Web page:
Citizens are being excluded from e-government services because they don't have the right software, an MP has warned.
Liberal Democrat MP Dr John Pugh believes the government is unwittingly creating a Microsoft monopoly in its delivery of online services because, in many cases, the public can only access them by using the US company's Windows software.
Speaking to GC News, Dr Pugh said: "Why can a Mac user not be able to apply for benefits online?"
"If a company built a road down which only a Ford car could go, there would be an outcry."
In an adjournment debate in the Commons this week, Dr Pugh challenged the government's stated position of neutrality and of supporting a "level playing field" in the software systems it wishes to see used.
He outlined a "damning" range of preferential treatment, which he said was tantamount to advertising and product placement.
During the debate, Dr Pugh said: "The Driving Standards Agency driving theory CD-Rom can be used only on Windows computers.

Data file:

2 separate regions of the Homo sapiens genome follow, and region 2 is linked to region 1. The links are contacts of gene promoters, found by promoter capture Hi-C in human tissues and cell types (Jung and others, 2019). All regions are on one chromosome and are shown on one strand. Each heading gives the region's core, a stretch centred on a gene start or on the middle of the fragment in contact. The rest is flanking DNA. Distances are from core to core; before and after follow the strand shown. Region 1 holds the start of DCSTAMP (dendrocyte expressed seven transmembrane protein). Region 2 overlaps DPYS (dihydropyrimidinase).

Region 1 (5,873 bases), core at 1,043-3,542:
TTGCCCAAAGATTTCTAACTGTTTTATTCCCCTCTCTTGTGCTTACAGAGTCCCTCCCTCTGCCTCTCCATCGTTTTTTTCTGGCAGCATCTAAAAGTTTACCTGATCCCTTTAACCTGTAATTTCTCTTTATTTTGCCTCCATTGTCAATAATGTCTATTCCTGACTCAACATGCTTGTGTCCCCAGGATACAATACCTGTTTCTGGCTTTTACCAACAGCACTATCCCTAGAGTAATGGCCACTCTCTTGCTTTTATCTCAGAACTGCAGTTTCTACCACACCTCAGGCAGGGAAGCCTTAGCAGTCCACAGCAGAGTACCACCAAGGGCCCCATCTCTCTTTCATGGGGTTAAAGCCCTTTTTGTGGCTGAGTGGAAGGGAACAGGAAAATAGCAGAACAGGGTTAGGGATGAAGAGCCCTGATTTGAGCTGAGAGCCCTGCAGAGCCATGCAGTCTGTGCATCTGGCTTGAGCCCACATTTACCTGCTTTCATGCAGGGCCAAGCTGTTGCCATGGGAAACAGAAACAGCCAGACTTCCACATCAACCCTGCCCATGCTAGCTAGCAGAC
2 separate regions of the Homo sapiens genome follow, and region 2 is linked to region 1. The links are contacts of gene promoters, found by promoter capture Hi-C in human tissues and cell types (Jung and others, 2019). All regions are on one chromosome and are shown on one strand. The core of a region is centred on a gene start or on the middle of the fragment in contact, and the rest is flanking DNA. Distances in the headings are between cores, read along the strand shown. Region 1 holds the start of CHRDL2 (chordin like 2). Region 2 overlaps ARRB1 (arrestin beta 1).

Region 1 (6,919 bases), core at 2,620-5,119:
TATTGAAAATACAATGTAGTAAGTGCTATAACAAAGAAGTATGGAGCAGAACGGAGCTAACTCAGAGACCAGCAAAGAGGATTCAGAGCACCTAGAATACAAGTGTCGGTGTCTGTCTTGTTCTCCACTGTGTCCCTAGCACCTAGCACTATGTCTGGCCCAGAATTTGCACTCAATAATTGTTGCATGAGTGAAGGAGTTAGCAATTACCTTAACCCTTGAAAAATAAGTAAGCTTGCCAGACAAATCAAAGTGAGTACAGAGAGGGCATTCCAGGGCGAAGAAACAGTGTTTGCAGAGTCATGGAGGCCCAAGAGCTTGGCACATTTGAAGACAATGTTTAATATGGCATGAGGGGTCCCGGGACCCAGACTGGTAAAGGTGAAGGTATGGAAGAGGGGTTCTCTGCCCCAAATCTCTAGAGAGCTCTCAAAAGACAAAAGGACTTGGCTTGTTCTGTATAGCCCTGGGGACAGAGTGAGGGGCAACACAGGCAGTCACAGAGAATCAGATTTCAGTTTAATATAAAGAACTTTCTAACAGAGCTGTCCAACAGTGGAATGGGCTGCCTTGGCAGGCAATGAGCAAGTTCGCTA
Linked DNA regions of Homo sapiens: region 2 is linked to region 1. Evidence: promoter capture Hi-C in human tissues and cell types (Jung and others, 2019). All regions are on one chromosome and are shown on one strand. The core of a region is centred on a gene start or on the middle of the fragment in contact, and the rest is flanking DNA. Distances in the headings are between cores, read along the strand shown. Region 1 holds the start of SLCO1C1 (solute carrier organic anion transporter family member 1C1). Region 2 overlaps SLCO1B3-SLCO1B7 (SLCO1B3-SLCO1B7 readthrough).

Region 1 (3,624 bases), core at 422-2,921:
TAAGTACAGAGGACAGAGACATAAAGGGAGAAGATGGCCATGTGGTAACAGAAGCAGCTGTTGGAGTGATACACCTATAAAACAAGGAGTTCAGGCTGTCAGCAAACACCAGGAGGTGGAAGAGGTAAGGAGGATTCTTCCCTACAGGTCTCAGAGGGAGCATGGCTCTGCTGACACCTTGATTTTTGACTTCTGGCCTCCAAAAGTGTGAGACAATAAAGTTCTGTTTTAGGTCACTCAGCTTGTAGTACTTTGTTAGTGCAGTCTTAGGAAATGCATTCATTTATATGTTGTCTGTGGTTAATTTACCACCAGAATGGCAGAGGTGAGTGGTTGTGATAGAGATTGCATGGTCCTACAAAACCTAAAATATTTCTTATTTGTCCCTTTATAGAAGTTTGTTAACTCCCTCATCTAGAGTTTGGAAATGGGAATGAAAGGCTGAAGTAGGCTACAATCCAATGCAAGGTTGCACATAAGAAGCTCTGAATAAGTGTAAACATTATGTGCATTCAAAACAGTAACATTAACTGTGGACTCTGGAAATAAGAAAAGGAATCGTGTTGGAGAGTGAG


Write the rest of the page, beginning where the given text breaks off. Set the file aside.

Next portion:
"The Revenue website has limited functionality for the Firefox web browser...The Department for Work and Pensions online benefits system can be accessed only by those who have a Windows computer.
"Those who have Unix or Linux computers or who use Mac computers should simply not bother."
In response, Treasury minister Angela Eagle said the government had made increasing use of open source software, which is now playing a key role in the delivery of some high profile IT projects.
She said the key online portal, Directgov, accessed by 6.5 million users a month, successfully uses open source products. Also a significant part of the Driver and Vehicle Licensing Agency's electronic vehicle licensing system is delivered through open source components.
"Some open source projects cannot meet our needs for quality or security, and we are not prepared to compromise on those," she added.
This article was originally published at Kablenet.
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